- (Photo: Reuters/James Akena)
A long disputed and controversial bill further criminalizing homosexual acts in Uganda is possibly slated to become a law by the end of 2012, according to the speaker of the country's parliament, who argues that the majority of Ugandans support the legislation.
Activists encouraging the "Anti-Homosexuality Bill" agree that public support of the legislation will speed its process in becoming a law.
"I can tell you it has 99 percent chance. It will pass. No question about it," James Nsaba Buturo, the country's former ethics minister and leader of the Coalition for Advancement of Moral Values, which supports the bill, told Voice of America earlier this week.
"If there was any leader in this country who sympathizes with homosexuality, he will not say it in public. Because he knows that Ugandans, by and large, do not support that way of life," Buturo added.
The coalition, which officially launches next week, reportedly met with one-third of the Ugandan parliament on Friday, Nov. 9 to discuss the passing of the "Anti-Homosexuality Bill", which was originally created in 2009.
Rebecca Kadaga, speaker of Uganda's parliament, told The Associated Press on Monday that the bill may become law by the end of the year because the people are "demanding it."
"Who are we not to do what they have told us? These people should not be begging us," Kadaga told the AP of those supporting the bill.
According to a report on Uganda's government-sponsored parliament website, the purpose of the bill is "to establish a comprehensive legislation to protect the traditional family by prohibiting any form of sexual relations between people of the same sex."
As BBC News reports, the bill proposes strong jail terms for those who participate in homosexual acts, including life sentences in some cases.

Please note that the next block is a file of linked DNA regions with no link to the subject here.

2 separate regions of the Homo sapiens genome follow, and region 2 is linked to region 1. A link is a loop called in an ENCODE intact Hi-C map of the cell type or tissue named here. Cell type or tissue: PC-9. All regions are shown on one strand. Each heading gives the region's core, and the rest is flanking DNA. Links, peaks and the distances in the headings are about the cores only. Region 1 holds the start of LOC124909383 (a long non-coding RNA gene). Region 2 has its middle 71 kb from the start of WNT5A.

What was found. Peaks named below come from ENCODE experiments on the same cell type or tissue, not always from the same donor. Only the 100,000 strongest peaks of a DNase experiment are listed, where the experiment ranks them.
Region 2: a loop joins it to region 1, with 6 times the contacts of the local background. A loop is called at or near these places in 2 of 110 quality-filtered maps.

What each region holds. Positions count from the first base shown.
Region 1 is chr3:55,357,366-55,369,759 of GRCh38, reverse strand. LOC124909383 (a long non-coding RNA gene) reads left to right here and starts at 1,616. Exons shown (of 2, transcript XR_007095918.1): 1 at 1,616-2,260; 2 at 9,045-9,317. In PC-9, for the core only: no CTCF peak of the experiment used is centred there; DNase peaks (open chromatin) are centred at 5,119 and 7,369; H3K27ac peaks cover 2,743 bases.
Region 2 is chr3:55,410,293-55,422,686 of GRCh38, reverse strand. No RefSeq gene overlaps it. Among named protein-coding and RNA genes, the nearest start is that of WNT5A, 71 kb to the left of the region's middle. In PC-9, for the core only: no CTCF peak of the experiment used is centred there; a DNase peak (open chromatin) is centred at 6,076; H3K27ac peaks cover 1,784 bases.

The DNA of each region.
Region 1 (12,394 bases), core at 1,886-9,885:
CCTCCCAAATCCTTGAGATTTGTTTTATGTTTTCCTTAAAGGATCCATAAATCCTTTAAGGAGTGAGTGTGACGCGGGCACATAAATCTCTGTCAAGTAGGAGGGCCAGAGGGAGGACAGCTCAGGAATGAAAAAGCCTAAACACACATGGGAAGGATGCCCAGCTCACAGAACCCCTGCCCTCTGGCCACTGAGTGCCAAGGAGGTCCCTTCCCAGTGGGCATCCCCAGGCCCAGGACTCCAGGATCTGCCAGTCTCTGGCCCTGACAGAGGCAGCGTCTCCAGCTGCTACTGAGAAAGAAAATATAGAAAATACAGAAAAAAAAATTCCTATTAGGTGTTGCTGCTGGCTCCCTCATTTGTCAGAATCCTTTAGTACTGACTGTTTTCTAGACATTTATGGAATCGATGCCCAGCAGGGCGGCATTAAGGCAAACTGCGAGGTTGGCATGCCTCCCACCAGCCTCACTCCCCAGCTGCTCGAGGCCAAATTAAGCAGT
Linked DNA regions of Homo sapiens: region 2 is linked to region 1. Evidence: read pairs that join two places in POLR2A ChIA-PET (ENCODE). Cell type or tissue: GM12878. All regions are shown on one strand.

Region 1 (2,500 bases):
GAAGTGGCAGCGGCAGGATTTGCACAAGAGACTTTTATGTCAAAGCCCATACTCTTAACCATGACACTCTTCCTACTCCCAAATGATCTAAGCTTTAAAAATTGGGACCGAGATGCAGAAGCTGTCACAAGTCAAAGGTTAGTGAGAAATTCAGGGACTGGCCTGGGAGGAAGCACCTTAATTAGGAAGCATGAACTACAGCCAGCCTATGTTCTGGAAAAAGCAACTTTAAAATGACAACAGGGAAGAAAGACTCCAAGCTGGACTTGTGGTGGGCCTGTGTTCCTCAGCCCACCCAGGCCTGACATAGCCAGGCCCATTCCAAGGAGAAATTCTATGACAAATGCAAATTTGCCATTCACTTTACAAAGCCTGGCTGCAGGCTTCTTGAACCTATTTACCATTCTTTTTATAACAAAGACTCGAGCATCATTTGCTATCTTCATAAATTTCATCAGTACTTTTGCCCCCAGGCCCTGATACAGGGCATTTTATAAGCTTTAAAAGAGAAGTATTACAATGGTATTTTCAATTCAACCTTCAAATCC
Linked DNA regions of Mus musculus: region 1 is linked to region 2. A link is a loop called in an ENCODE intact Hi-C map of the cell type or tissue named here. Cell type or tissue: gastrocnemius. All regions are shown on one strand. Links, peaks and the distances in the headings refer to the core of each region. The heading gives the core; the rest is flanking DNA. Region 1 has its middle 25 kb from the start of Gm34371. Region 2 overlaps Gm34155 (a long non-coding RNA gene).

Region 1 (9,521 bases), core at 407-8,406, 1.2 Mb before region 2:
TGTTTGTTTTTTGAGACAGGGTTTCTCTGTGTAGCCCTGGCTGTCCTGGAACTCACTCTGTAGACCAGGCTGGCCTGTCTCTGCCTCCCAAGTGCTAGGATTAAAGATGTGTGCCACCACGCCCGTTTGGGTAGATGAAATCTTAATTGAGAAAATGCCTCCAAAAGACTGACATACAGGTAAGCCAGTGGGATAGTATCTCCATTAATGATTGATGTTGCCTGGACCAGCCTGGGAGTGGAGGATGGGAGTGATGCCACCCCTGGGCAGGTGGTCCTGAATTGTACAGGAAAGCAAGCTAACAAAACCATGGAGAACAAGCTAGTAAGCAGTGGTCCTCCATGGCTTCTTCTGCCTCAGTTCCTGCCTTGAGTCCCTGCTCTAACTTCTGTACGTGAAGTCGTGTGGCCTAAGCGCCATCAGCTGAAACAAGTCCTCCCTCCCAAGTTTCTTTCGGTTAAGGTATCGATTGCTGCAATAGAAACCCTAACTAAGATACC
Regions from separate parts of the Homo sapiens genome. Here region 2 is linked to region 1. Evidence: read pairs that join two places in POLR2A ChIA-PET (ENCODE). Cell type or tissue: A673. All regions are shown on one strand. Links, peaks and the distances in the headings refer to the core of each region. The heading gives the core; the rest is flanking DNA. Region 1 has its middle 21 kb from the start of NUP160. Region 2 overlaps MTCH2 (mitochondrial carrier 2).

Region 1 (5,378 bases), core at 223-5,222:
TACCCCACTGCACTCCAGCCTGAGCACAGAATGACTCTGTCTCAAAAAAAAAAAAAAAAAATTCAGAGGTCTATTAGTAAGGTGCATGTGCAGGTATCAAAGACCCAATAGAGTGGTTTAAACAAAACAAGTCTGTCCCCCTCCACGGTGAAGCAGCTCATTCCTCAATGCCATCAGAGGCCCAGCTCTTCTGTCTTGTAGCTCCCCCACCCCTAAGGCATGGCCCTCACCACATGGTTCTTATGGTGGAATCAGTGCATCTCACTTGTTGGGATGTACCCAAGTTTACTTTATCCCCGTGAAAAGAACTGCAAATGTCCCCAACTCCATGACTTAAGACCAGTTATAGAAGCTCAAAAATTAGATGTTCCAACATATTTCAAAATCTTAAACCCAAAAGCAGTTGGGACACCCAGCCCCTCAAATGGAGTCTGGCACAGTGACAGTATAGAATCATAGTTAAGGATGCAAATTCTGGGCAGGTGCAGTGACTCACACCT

Additionally, it prohibits the promotion of homosexuality, including funding pro-homosexual organizations.
The bill also includes a clause which provides the death penalty for "aggravated homosexuality," which is "defined as when one of the participants is a minor, HIV-positive, disabled or a 'serial offender,'" according to BBC News.
Member of Parliament David Bahati, who initially proposed the bill, has reportedly said that the death penalty clause of the bill would be removed before it becomes finalized.
The bill has been widely criticized by the international community, which argues that it is a violation of human rights to criminalize homosexuality.
In July 2012, 46 American Christian leaders issued an open letter to the people of Uganda, primarily Christians, urging them to oppose the "Anti-Homosexuality Bill", arguing that its passing into law would result in "increased bigotry and hatred."
"[T]he bill in Uganda would forcefully push lesbian, gay, bisexual, and transgender (LGBT) people further into the margins, and it would criminalize anyone, including clergy, who speak up and provide support for their LGBT brothers and sisters rather than reporting them to law enforcement. Persecution of this kind has no place in any community guided by the commandment to love one's neighbor," the religious leaders stated in the letter.
"Regardless of the diverse theological views of our religious traditions regarding the morality of homosexuality, the criminalization of homosexuality, along with the violence and discrimination against LGBT people that inevitably follows, is incompatible with the teachings of our faith," they added.
Additionally, some international organizations have vowed to cut off funding to Uganda should the bill become law, and U.S. President Barack Obama has openly condemned the legislation.
Several African countries, including Libya and South Sudan, currently criminalize homosexuality.
Currently, consensual, same-sex intercourse between two adults is illegal in 76 countries.